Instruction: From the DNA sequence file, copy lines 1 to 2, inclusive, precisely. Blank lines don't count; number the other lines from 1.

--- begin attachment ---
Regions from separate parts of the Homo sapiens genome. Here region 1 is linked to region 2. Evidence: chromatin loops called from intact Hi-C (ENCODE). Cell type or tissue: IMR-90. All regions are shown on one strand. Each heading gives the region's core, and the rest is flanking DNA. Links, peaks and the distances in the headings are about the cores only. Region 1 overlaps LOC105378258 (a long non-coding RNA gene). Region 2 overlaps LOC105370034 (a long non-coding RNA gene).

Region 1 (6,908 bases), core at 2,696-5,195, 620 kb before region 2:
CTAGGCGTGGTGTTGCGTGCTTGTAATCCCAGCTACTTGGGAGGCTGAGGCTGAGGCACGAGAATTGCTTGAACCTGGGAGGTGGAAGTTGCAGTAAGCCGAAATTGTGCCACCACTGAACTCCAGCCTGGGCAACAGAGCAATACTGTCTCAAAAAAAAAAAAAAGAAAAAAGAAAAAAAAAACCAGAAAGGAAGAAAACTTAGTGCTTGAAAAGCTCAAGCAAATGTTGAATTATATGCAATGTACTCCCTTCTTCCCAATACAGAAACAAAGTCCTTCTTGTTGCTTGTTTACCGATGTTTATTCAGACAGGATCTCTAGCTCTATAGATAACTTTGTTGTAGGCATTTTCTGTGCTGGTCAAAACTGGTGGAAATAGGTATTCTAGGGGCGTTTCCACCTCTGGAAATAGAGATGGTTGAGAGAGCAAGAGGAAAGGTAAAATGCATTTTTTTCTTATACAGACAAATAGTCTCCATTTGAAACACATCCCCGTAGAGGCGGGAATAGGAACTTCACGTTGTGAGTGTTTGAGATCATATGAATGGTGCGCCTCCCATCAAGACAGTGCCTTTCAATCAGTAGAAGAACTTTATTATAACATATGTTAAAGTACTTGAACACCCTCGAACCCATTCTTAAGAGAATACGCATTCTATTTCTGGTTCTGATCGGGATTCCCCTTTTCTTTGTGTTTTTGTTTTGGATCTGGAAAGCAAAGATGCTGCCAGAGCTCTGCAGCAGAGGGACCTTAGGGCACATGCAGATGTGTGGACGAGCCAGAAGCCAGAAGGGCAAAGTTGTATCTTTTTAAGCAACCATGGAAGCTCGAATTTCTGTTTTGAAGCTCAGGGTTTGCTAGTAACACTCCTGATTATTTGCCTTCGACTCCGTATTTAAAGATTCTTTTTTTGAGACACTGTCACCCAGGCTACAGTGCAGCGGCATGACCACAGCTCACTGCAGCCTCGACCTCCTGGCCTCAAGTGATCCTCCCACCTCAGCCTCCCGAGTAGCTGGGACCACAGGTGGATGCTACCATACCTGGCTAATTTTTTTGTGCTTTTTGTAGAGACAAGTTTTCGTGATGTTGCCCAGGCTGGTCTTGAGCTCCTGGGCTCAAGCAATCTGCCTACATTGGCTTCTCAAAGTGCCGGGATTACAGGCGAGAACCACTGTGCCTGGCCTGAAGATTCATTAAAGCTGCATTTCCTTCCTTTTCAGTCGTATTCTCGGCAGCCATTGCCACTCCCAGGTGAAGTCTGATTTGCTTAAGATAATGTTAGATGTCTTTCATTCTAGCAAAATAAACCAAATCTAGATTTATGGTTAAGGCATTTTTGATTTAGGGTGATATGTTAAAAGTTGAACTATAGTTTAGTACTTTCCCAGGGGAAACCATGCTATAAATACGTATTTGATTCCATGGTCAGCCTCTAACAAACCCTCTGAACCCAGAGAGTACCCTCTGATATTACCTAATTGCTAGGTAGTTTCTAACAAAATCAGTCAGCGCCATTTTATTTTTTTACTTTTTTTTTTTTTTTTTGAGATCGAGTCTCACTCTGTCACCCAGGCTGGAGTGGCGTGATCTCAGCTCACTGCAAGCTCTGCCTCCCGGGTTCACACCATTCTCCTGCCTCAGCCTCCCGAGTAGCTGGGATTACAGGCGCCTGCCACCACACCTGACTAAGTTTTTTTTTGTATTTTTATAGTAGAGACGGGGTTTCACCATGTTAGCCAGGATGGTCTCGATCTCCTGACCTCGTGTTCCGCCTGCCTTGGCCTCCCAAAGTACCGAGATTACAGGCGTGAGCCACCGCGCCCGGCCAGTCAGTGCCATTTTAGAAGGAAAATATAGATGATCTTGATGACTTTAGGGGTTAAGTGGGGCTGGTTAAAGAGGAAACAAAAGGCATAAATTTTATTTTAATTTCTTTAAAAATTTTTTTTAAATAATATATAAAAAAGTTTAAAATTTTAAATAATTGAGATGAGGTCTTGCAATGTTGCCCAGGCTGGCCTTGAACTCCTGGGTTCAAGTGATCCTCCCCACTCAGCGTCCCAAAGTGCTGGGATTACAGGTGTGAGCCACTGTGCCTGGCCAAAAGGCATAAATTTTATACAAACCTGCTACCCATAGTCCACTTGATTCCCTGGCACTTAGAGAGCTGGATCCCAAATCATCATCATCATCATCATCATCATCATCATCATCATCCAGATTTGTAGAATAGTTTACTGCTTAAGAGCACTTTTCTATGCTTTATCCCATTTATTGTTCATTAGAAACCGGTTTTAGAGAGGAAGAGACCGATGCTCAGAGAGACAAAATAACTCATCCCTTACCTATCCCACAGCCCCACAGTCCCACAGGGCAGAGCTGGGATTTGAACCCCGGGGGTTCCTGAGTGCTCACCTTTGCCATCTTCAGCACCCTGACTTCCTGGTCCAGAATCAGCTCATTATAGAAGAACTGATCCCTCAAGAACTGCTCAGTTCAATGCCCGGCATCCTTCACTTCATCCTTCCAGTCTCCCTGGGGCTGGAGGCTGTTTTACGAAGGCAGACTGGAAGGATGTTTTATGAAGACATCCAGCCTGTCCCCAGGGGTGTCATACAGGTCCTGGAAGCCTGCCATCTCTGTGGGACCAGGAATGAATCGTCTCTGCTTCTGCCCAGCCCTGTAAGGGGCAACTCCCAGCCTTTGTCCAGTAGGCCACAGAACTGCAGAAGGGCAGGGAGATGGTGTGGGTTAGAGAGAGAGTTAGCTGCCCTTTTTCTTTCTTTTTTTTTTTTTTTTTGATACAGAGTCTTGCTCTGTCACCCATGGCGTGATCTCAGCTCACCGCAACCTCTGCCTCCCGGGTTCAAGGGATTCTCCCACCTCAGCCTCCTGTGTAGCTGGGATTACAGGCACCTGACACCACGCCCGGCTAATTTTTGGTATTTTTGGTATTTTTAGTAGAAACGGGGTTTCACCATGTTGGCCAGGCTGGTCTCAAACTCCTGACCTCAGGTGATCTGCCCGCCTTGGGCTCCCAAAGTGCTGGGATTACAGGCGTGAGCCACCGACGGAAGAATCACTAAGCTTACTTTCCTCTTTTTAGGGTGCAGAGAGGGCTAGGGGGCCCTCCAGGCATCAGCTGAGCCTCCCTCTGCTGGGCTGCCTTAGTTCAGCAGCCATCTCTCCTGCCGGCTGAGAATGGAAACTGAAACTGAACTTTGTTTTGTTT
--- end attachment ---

Regions from separate parts of the Homo sapiens genome. Here region 1 is linked to region 2. Evidence: chromatin loops called from intact Hi-C (ENCODE). Cell type or tissue: IMR-90. All regions are shown on one strand. Each heading gives the region's core, and the rest is flanking DNA. Links, peaks and the distances in the headings are about the cores only. Region 1 overlaps LOC105378258 (a long non-coding RNA gene). Region 2 overlaps LOC105370034 (a long non-coding RNA gene).

Region 1 (6,908 bases), core at 2,696-5,195, 620 kb before region 2: